NS check-in system a success; ticket-less riders down by a third

Entrance gates at Dordrecht station, 8 Apr 2016
Entrance gates at Dordrecht station, 8 Apr 2016. (Photo: Henk Bezemer / Wikimedia Commons)

NS's plan to close access gates to stations, so that travelers have to check in with their public transit card before they can enter the station, is a success. The number of ticket-less riders decreased by a third since 2015, and the number of reports about aggression decreased by a quarter this past year, the rail company said, the Volkskrant reports.

This year a total of 230 thousand people were fined for riding a train without a ticket, compared to 350 thousand in 2015. That's a decrease of 34 percent. The number of aggression reports decreased from 280 last year to 203 this year. 

Due to the decrease in ticket-less riders, the lion's share of incidents now shifted to stations. 70 percent of incidents happened at a station. But according to NS, incidents are easier to control at a station than on a moving train, because police and security guards are at the scene quicker.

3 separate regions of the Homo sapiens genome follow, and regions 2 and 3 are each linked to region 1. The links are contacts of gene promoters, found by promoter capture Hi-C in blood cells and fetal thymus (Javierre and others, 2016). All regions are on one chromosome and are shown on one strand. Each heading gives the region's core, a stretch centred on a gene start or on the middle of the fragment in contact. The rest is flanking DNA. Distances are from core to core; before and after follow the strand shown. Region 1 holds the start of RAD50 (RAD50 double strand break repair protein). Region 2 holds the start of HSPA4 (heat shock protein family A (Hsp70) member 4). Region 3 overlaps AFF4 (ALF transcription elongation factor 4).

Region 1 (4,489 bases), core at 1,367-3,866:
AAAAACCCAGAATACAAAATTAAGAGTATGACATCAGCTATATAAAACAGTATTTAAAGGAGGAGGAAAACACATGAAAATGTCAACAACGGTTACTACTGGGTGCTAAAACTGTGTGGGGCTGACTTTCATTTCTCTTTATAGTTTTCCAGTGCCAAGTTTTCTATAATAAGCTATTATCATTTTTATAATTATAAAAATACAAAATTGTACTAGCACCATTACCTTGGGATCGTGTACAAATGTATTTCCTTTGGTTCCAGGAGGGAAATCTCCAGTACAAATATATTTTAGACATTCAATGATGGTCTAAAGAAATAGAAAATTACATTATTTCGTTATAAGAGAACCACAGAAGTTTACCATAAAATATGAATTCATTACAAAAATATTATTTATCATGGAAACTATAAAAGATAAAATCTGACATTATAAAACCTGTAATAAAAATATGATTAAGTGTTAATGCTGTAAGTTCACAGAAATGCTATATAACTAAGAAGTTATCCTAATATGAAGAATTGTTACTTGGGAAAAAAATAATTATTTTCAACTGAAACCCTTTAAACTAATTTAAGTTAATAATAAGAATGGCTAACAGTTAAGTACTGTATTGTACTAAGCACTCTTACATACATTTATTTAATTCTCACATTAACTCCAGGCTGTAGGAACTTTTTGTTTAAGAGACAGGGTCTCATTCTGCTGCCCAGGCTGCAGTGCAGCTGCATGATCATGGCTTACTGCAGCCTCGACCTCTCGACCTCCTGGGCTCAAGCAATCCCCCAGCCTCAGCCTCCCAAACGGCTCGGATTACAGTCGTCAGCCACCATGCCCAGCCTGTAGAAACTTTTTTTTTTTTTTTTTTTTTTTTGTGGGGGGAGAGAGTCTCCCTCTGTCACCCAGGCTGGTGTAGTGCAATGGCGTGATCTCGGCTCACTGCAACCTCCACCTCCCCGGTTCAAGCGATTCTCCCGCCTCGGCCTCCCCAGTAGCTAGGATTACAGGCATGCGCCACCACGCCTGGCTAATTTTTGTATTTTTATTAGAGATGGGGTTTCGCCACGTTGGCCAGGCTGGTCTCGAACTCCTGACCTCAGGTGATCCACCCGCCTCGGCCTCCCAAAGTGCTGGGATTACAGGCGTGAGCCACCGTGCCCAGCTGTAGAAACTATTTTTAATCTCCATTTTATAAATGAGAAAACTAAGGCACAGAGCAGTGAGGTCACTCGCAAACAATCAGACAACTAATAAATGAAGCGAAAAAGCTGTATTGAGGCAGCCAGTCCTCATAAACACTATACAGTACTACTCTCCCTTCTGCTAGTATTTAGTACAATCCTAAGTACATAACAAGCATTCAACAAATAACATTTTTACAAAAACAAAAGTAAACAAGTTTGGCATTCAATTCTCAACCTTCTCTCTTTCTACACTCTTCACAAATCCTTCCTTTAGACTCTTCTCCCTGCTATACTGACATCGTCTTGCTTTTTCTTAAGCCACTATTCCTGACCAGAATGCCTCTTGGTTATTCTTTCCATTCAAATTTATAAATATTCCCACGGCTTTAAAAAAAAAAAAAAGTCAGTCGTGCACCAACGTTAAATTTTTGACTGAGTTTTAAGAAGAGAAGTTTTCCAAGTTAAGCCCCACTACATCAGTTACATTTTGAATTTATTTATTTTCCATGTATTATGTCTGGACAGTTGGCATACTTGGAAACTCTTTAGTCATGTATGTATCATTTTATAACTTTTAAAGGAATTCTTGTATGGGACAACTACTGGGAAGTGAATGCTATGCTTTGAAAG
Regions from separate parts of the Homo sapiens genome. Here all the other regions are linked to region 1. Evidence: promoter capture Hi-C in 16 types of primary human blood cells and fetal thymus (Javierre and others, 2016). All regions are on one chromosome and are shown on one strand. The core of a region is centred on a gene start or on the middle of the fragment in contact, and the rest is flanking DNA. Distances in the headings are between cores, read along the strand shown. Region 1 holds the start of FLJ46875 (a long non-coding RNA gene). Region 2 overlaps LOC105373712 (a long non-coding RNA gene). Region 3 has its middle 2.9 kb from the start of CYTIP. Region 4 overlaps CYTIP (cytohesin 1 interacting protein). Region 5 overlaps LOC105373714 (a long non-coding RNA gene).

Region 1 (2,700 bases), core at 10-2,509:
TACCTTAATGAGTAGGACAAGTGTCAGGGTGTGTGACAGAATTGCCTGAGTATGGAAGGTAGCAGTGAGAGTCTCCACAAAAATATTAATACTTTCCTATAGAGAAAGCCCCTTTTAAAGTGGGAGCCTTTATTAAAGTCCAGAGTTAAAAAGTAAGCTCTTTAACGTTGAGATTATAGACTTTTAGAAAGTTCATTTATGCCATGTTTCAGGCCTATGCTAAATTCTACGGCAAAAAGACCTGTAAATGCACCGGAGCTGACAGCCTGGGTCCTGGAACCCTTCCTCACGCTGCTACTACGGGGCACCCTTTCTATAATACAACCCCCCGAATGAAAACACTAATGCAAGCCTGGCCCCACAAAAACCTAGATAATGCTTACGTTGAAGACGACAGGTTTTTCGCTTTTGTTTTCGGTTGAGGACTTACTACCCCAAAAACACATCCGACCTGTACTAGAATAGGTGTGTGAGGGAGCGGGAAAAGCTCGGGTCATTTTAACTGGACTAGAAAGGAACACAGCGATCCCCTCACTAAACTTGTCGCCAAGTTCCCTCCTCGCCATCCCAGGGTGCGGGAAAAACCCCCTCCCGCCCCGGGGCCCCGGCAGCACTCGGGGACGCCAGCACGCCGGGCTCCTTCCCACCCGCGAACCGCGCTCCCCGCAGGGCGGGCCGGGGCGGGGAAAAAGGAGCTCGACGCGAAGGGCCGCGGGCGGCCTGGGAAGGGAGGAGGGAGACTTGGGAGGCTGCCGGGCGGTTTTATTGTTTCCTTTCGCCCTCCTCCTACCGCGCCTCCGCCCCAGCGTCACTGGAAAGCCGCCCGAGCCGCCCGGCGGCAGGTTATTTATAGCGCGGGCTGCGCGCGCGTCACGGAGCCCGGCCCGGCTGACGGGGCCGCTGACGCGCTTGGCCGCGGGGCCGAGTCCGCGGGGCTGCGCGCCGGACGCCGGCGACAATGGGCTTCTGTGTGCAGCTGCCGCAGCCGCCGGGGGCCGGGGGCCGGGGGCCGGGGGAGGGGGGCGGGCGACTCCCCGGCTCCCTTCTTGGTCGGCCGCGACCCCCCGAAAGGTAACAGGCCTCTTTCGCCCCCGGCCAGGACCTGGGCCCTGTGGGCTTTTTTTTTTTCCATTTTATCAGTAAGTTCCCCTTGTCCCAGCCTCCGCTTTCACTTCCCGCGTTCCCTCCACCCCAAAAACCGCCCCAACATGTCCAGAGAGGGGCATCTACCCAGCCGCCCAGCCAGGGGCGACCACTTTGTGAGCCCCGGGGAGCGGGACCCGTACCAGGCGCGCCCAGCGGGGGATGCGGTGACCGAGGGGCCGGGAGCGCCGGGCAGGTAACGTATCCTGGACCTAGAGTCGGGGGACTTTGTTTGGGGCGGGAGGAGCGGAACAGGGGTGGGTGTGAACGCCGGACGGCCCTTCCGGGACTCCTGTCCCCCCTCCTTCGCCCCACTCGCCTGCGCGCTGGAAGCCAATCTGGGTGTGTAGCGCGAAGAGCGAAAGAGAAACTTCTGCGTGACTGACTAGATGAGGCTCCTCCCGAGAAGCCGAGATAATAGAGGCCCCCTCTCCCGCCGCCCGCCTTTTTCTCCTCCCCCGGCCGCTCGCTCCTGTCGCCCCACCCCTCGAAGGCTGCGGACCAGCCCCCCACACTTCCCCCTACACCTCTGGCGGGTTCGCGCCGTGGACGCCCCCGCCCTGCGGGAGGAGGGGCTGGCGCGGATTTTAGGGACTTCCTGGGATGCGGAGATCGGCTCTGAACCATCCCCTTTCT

The locked gates also contribute to a feeling of security, according to the rail company. At stations with closed gates, 89 percent of travelers feel safe, compared to 79 percent at stations with open gates. 

NS started closing station gates in 2014, with the underlying idea of making ticket-less riding more difficult and to promote social safety in and around stations. Woerden was the first station to have closed gates in September 2014. Now the gates are locked at 71 of the 410 train stations in the country. Rotterdam Central Station was the first large station close its gates. The central stations in The Hague, Utrecht and Amsterdam followed last year. 

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